A magic mud­dle

Black and Blanchett star in a gothic kids’ com­edy that’s kooky and clut­tered.

New Zealand Listener - - BOOKS & CULTURE - THE HOUSE WITH A CLOCK IN ITS WALLS di­rected by Eli Roth IN CIN­E­MAS NOW

No­to­ri­ous for gore and grue­some hor­ror, direc­tor Eli Roth takes a de­tour into fam­ily-friendly ter­ri­tory with The House with a Clock in Its Walls, a gothic kids’ com­edy of goofy war­locks, de­monic pump­kins, flat­u­lent fe­line top­i­aries and sen­tient so­fas.

If that sounds like a mess, well, it is. In 1955, or­phaned young­ster Lewis (Owen Vac­caro), goes to live with his ki­monowear­ing un­cle Jonathan (a typ­i­cally ex­u­ber­ant Jack Black) and prim Mrs Zim­mer­man (a cap­ti­vat­ing-as-ever Cate Blanchett) in a house crammed with Vic­to­rian oc­cult cu­rios. Magic is at work here, but not of the cin­e­matic kind.

House, adapted from John Bel­lairs’ 1973 young-adult novel, is an un­fo­cused jum­ble of themes, ideas, nar­ra­tives and tones. On one level, it is about Lewis find­ing a sur­ro­gate fam­ily, fit­ting in at school and dis­cov­er­ing his mys­ti­cal po­ten­tial. On an­other, there are al­lu­sions to World War II and a sug­ges­tion that Mrs Zim­mer­man might be a Holo­caust sur­vivor. Which leaves lit­tle room for the tit­u­lar time­piece – of the dooms­day va­ri­ety, as it turns out – or the chief bad­die, played by Kyle MacLach­lan in zom­bie make-up. There’s much to like and much to dis­card. Black and Blanchett’s bitchy ar­gu­ments are amus­ing, and you could eas­ily imag­ine Aleis­ter Crow­ley liv­ing in the kooky man­sion. Yet the arc be­tween poop jokes and ma­ture moral lessons leaves this Pot­ter­ish tale stunted and in­ert – not un­like a stopped clock.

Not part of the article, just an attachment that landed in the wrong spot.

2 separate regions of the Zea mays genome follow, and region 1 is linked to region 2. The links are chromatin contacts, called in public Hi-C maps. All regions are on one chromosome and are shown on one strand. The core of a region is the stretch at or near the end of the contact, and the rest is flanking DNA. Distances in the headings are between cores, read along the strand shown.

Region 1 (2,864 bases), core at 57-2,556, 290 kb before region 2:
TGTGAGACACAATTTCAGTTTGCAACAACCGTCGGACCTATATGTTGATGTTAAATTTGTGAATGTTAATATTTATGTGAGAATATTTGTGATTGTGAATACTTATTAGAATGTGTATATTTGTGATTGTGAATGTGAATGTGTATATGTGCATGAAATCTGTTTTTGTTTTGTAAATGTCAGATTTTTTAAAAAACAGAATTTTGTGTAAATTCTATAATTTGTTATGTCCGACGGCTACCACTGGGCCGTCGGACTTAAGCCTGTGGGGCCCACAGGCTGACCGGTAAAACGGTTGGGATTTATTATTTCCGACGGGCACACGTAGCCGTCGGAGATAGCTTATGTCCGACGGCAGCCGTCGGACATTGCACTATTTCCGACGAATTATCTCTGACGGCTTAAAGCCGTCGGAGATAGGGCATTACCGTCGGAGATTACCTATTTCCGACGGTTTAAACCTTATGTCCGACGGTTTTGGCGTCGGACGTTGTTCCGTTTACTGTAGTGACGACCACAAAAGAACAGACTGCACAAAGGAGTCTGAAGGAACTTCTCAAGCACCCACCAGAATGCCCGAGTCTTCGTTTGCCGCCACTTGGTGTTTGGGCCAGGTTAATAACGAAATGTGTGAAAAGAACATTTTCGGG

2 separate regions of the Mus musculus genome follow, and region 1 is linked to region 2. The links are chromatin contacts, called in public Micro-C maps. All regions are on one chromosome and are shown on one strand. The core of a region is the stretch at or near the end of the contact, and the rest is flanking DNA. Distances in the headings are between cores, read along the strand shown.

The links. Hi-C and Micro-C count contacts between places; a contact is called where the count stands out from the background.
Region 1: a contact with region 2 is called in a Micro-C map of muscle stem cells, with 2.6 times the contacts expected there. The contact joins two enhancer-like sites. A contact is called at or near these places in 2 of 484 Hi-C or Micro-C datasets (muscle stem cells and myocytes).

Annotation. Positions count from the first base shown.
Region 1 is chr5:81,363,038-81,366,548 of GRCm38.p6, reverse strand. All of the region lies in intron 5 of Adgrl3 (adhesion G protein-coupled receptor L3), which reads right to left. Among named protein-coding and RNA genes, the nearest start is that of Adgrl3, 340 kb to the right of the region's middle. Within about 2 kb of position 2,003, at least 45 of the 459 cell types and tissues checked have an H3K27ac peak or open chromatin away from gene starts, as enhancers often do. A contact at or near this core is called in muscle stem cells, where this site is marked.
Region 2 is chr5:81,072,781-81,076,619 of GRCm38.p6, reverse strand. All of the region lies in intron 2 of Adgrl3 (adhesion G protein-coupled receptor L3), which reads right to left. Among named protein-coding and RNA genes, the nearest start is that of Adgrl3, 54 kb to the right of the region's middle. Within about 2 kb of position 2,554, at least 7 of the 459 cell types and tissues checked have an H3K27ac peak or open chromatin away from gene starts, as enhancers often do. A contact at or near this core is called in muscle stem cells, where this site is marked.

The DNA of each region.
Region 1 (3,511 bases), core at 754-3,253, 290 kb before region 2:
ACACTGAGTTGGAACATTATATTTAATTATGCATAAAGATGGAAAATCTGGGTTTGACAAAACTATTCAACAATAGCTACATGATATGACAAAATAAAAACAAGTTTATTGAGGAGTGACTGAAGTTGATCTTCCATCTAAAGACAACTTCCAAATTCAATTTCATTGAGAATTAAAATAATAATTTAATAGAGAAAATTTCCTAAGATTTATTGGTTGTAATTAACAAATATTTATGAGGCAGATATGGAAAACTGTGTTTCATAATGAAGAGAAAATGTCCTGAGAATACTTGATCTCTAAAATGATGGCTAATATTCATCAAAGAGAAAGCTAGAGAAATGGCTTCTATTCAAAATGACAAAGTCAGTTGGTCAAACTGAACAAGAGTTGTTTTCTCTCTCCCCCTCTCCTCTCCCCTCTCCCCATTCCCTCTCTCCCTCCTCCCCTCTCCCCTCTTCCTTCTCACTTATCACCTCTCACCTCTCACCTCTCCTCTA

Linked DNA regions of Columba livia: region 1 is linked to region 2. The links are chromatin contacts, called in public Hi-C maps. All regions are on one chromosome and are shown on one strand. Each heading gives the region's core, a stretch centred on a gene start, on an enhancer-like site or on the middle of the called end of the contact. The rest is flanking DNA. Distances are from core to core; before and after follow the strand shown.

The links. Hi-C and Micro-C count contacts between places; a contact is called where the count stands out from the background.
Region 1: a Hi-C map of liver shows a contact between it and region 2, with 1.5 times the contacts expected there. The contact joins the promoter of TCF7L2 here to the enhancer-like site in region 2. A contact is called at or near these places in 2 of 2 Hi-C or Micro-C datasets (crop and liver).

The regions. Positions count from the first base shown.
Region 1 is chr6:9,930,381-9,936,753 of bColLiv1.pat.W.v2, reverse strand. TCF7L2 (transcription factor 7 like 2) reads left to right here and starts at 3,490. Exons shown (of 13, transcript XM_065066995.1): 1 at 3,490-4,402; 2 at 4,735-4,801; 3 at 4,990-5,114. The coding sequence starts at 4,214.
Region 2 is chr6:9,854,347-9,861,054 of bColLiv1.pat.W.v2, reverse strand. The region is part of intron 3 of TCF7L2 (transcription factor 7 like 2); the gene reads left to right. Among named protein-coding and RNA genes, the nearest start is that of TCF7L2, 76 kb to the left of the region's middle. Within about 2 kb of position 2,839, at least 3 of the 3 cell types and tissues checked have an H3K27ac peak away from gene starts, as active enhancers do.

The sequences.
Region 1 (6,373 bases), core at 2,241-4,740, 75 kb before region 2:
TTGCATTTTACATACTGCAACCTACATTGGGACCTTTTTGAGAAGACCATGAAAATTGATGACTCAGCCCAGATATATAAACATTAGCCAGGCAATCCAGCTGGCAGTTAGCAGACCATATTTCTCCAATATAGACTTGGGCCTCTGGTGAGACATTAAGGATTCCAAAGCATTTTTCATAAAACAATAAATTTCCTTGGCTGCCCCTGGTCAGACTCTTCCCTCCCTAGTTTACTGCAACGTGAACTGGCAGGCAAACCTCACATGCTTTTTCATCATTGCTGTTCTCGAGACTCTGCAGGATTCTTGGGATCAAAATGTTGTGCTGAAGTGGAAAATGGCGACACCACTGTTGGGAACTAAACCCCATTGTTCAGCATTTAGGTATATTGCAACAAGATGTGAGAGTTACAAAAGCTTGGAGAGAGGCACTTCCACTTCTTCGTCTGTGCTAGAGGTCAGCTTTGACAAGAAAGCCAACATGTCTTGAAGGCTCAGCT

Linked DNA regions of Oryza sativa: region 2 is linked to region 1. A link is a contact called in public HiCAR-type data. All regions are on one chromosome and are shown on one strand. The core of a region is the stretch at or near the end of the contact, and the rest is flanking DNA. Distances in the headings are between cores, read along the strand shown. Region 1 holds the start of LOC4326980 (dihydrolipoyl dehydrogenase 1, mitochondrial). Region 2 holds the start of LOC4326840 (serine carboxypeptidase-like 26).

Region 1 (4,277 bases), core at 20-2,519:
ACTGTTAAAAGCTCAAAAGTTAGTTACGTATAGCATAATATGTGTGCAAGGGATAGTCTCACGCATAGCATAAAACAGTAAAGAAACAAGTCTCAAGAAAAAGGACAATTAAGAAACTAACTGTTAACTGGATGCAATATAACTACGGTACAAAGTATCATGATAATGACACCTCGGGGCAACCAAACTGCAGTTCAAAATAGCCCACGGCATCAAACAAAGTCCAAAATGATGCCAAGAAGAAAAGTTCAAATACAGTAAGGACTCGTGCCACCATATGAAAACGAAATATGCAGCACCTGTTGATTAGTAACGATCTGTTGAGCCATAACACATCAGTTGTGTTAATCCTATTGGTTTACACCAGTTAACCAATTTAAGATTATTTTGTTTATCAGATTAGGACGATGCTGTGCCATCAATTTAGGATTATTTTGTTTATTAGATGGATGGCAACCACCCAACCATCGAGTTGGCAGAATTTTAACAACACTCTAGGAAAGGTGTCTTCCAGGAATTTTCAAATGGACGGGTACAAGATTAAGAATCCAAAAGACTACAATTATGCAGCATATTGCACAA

Fam­ily fun: Cate Blanchett.

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